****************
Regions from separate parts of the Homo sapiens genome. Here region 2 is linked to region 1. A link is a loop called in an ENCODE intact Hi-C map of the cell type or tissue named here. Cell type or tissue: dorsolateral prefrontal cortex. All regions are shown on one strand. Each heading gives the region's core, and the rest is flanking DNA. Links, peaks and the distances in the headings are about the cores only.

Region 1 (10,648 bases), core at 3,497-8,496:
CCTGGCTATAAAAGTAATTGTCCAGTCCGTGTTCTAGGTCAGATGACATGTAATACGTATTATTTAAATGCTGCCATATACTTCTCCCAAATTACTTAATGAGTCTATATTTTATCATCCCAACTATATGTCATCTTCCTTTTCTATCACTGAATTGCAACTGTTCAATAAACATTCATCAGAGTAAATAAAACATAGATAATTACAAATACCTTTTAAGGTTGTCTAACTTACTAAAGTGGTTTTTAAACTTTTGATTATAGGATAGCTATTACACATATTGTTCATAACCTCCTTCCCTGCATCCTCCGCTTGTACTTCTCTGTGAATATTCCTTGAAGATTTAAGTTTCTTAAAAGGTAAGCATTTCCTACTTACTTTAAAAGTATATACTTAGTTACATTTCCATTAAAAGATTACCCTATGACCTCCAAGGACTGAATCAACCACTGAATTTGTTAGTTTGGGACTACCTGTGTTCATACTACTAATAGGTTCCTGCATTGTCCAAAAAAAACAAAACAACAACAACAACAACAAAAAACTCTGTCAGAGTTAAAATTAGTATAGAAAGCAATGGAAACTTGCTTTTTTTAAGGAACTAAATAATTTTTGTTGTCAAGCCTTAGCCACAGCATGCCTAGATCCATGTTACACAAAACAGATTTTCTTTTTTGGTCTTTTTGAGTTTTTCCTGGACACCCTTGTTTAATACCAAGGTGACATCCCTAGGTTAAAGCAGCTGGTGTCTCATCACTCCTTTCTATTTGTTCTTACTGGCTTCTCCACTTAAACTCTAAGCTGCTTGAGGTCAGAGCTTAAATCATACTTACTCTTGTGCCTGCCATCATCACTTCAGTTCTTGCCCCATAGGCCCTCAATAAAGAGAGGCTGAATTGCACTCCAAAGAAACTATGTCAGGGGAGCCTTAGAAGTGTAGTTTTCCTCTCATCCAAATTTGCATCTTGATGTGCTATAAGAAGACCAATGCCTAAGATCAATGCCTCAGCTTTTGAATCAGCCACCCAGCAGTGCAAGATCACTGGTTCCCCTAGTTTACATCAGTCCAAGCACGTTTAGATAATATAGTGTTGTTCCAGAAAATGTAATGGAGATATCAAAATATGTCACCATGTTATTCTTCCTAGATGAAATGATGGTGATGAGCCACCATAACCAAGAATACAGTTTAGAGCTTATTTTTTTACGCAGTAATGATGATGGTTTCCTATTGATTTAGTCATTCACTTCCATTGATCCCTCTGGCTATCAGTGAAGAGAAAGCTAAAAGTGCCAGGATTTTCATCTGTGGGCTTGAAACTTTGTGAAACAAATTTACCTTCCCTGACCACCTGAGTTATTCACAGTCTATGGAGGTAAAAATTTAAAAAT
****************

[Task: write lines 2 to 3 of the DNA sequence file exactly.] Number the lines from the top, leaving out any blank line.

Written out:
Region 1 (10,648 bases), core at 3,497-8,496:
CCTGGCTATAAAAGTAATTGTCCAGTCCGTGTTCTAGGTCAGATGACATGTAATACGTATTATTTAAATGCTGCCATATACTTCTCCCAAATTACTTAATGAGTCTATATTTTATCATCCCAACTATATGTCATCTTCCTTTTCTATCACTGAATTGCAACTGTTCAATAAACATTCATCAGAGTAAATAAAACATAGATAATTACAAATACCTTTTAAGGTTGTCTAACTTACTAAAGTGGTTTTTAAACTTTTGATTATAGGATAGCTATTACACATATTGTTCATAACCTCCTTCCCTGCATCCTCCGCTTGTACTTCTCTGTGAATATTCCTTGAAGATTTAAGTTTCTTAAAAGGTAAGCATTTCCTACTTACTTTAAAAGTATATACTTAGTTACATTTCCATTAAAAGATTACCCTATGACCTCCAAGGACTGAATCAACCACTGAATTTGTTAGTTTGGGACTACCTGTGTTCATACTACTAATAGGTTCCTGCATTGTCCAAAAAAAACAAAACAACAACAACAACAACAAAAAACTCTGTCAGAGTTAAAATTAGTATAGAAAGCAATGGAAACTTGCTTTTTTTAAGGAACTAAATAATTTTTGTTGTCAAGCCTTAGCCACAGCATGCCTAGATCCATGTTACACAAAACAGATTTTCTTTTTTGGTCTTTTTGAGTTTTTCCTGGACACCCTTGTTTAATACCAAGGTGACATCCCTAGGTTAAAGCAGCTGGTGTCTCATCACTCCTTTCTATTTGTTCTTACTGGCTTCTCCACTTAAACTCTAAGCTGCTTGAGGTCAGAGCTTAAATCATACTTACTCTTGTGCCTGCCATCATCACTTCAGTTCTTGCCCCATAGGCCCTCAATAAAGAGAGGCTGAATTGCACTCCAAAGAAACTATGTCAGGGGAGCCTTAGAAGTGTAGTTTTCCTCTCATCCAAATTTGCATCTTGATGTGCTATAAGAAGACCAATGCCTAAGATCAATGCCTCAGCTTTTGAATCAGCCACCCAGCAGTGCAAGATCACTGGTTCCCCTAGTTTACATCAGTCCAAGCACGTTTAGATAATATAGTGTTGTTCCAGAAAATGTAATGGAGATATCAAAATATGTCACCATGTTATTCTTCCTAGATGAAATGATGGTGATGAGCCACCATAACCAAGAATACAGTTTAGAGCTTATTTTTTTACGCAGTAATGATGATGGTTTCCTATTGATTTAGTCATTCACTTCCATTGATCCCTCTGGCTATCAGTGAAGAGAAAGCTAAAAGTGCCAGGATTTTCATCTGTGGGCTTGAAACTTTGTGAAACAAATTTACCTTCCCTGACCACCTGAGTTATTCACAGTCTATGGAGGTAAAAATTTAAAAAT